This browser is not fully supported by Historic England. Please update your browser to the latest version so that you get the best from our website.

Defended settlement, 400m west of Titlington Mount

List Entry Summary

This monument is scheduled under the Ancient Monuments and Archaeological Areas Act 1979 as amended as it appears to the Secretary of State to be of national importance. This entry is a copy, the original is held by the Department for Culture, Media and Sport.

Name: Defended settlement, 400m west of Titlington Mount

List entry Number: 1007447

Location

The monument may lie within the boundary of more than one authority.

County:

District: Northumberland

District Type: Unitary Authority

Parish: Hedgeley

National Park: Not applicable to this List entry.

Grade: Not applicable to this List entry.

Date first scheduled: 19-Jan-1967

Date of most recent amendment: 23-Feb-1994

Legacy System Information

The contents of this record have been generated from a legacy data system.

Legacy System: RSM

UID: 21015

Asset Groupings

This list entry does not comprise part of an Asset Grouping. Asset Groupings are not part of the official record but are added later for information.

List entry Description

Summary of Monument

Legacy Record - This information may be included in the List Entry Details.

Reasons for Designation

During the mid-prehistoric period (seventh to fifth centuries BC) a variety of different types of defensive settlements began to be constructed and occupied in the northern uplands of England. The most obvious sites were hillforts built in prominent locations. In addition to these a range of smaller sites, sometimes with an enclosed area of less than 1ha and defined as defended settlements, were also constructed. Some of these were located on hilltops, others are found in less prominent positions. The enclosing defences were of earthen construction, some sites having a single bank and ditch (univallate), others having more than one (multivallate). At some sites these earthen ramparts represent a second phase of defence, the first having been a timber fence or palisade. Within the enclosure a number of stone or timber-built round houses were occupied by the inhabitants. Stock may also have been kept in these houses, especially during the cold winter months, or in enclosed yards outside them. The communities occupying these sites were probably single family groups, the defended settlements being used as farmsteads. Construction and use of this type of site extended over several centuries, possibly through to the early Romano-British period (mid to late first century AD). Defended settlements are a rare monument type. They were an important element of the later prehistoric settlement pattern of the northern uplands and are important for any study of the developing use of fortified settlements during this period. All well-preserved examples are believed to be of national importance.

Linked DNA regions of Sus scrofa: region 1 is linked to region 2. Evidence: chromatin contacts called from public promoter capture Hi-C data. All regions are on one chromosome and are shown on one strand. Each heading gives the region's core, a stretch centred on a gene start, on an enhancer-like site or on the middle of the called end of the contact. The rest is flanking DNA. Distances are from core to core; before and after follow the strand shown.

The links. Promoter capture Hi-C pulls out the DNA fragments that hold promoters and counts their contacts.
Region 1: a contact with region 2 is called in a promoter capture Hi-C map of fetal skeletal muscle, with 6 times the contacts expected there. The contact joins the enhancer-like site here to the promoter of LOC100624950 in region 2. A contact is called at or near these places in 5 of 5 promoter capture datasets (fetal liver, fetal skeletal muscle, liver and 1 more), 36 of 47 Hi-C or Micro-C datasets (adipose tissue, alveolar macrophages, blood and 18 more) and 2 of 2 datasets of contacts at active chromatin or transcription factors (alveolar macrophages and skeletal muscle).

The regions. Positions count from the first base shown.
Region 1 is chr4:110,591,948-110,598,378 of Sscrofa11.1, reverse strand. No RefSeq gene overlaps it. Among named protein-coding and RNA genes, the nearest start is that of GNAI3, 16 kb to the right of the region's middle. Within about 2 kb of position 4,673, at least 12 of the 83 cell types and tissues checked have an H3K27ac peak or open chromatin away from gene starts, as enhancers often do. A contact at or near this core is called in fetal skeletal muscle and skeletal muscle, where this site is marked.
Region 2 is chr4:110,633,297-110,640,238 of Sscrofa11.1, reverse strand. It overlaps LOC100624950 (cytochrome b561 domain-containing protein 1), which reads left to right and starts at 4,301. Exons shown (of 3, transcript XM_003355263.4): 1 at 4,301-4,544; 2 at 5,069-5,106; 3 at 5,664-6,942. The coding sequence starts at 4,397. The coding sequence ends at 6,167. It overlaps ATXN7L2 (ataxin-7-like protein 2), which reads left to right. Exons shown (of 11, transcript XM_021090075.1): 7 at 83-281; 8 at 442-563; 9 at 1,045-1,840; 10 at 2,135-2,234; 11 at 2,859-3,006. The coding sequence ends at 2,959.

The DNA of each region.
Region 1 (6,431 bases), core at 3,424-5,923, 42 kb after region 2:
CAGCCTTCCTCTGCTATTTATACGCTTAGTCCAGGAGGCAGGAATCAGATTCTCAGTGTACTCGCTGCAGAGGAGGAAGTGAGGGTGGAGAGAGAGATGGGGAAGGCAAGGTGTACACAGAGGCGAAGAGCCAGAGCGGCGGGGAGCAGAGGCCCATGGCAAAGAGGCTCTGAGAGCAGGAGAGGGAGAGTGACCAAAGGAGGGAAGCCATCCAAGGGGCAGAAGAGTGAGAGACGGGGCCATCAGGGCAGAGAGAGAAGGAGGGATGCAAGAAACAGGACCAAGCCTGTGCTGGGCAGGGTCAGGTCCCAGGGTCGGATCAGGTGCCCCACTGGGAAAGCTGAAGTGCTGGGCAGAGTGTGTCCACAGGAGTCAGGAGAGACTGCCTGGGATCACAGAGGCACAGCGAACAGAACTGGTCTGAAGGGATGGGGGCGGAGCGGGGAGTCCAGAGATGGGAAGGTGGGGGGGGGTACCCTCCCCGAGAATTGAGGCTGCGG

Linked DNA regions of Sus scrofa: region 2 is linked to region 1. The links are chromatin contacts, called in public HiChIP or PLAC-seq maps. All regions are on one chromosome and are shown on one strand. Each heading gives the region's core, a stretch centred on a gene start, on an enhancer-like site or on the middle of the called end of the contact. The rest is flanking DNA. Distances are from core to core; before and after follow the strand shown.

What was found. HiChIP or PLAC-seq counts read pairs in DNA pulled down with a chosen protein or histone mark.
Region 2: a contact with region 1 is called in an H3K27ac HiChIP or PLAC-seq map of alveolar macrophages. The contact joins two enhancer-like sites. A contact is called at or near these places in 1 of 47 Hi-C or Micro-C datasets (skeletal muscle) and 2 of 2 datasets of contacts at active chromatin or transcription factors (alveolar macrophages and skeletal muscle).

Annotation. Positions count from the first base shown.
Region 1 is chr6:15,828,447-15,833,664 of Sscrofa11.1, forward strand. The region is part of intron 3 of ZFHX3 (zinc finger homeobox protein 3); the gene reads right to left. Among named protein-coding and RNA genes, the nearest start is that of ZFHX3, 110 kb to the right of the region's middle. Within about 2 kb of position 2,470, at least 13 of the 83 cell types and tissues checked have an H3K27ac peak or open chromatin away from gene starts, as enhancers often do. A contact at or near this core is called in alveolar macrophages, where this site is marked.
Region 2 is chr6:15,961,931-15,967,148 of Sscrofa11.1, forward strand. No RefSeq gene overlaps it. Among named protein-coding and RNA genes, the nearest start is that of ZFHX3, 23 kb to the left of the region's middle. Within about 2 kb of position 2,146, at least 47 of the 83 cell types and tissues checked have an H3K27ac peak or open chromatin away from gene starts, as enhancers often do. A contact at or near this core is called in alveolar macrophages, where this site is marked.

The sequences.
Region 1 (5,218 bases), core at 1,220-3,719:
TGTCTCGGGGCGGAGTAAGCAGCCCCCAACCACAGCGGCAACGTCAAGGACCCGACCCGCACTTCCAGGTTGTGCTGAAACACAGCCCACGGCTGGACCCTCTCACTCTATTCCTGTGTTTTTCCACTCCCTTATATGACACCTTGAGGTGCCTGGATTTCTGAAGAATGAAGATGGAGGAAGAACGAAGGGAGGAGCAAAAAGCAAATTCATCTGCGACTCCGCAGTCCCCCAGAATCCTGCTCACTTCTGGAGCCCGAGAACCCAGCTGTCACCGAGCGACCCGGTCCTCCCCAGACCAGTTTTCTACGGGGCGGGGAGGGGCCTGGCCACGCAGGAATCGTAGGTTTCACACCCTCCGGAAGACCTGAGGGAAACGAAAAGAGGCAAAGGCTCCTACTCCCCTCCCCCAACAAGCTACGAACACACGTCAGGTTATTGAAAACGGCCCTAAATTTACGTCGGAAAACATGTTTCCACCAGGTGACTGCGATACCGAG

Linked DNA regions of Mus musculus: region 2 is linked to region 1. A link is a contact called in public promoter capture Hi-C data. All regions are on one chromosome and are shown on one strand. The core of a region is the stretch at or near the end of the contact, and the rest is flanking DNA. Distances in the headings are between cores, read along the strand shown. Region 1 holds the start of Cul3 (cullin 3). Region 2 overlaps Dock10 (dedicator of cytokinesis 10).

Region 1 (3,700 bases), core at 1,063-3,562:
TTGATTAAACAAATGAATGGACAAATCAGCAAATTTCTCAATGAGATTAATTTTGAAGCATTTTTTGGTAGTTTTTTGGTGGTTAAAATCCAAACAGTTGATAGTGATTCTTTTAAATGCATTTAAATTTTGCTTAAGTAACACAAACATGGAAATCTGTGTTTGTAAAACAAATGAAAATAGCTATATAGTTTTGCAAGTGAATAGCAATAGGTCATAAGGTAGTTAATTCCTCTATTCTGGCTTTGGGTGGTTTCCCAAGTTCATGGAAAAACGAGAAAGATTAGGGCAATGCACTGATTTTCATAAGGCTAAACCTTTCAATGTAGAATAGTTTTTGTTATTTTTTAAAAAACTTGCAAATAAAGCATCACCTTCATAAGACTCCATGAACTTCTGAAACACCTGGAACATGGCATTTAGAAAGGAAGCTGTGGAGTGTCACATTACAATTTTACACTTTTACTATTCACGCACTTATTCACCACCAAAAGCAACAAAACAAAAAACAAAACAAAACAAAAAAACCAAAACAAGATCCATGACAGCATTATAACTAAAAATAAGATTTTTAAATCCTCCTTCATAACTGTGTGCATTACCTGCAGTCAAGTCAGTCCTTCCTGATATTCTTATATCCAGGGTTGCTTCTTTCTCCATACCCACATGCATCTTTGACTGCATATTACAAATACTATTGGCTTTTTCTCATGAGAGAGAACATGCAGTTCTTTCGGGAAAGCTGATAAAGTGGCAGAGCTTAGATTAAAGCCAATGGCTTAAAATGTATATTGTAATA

Despite some damage from forestry ploughing, the defended settlement west of Titlington Mount is very well preserved and retains significant archaeological deposits. The importance of the monument is enhanced by the survival of other forms of later prehistoric settlement in the vicinity; it will contribute to any study of the wider settlement pattern at this time.

History

Legacy Record - This information may be included in the List Entry Details.

Details

The monument includes a defended settlement of Iron Age date situated part of the way down a sloping ridge and overlooked by higher ground to the west. The roughly pear shaped enclosure is 55m east-west by 80m north-south within a single earth and stone rampart 5m to 9m wide which stands to a maximum height of 3m. On the western side of the enclosure there is an additional outer line of defence; this consists of a bank situated 60m beyond the inner rampart which is 5m wide and up to 1.5m high. The construction of this extra rampart created an open space or annexe between it and the inner rampart. Outside this bank there is a slight ditch 3m wide and 0.5m deep. Within the main enclosure there are the remains of several hut circles and at least two others are reported to lie within the annexe on the west. Two breaks in the outer and inner rampart in the north-western quadrant of the monument are believed to represent the sites of entrances into the enclosure.

MAP EXTRACT The site of the monument is shown on the attached map extract. It includes a 5 metre boundary around the archaeological features, considered to be essential for the monument's support and preservation.

Selected Sources

Books and journals
Jobey, G, 'Archaeologia Aeliana' in Hill Forts and Settlements in Northumberland, (1965), 61
Other
70,

National Grid Reference: NU 09583 16116

Map

Map
© Crown Copyright and database right 2017. All rights reserved. Ordnance Survey Licence number 100024900.
© British Crown and SeaZone Solutions Limited 2017. All rights reserved. Licence number 102006.006.
Use of this data is subject to Terms and Conditions.

The above map is for quick reference purposes only and may not be to scale. For a copy of the full scale map, please see the attached PDF - 1007447 .pdf

The PDF will be generated from our live systems and may take a few minutes to download depending on how busy our servers are. We apologise for this delay.

This copy shows the entry on 19-Oct-2017 at 07:09:16.

End of official listing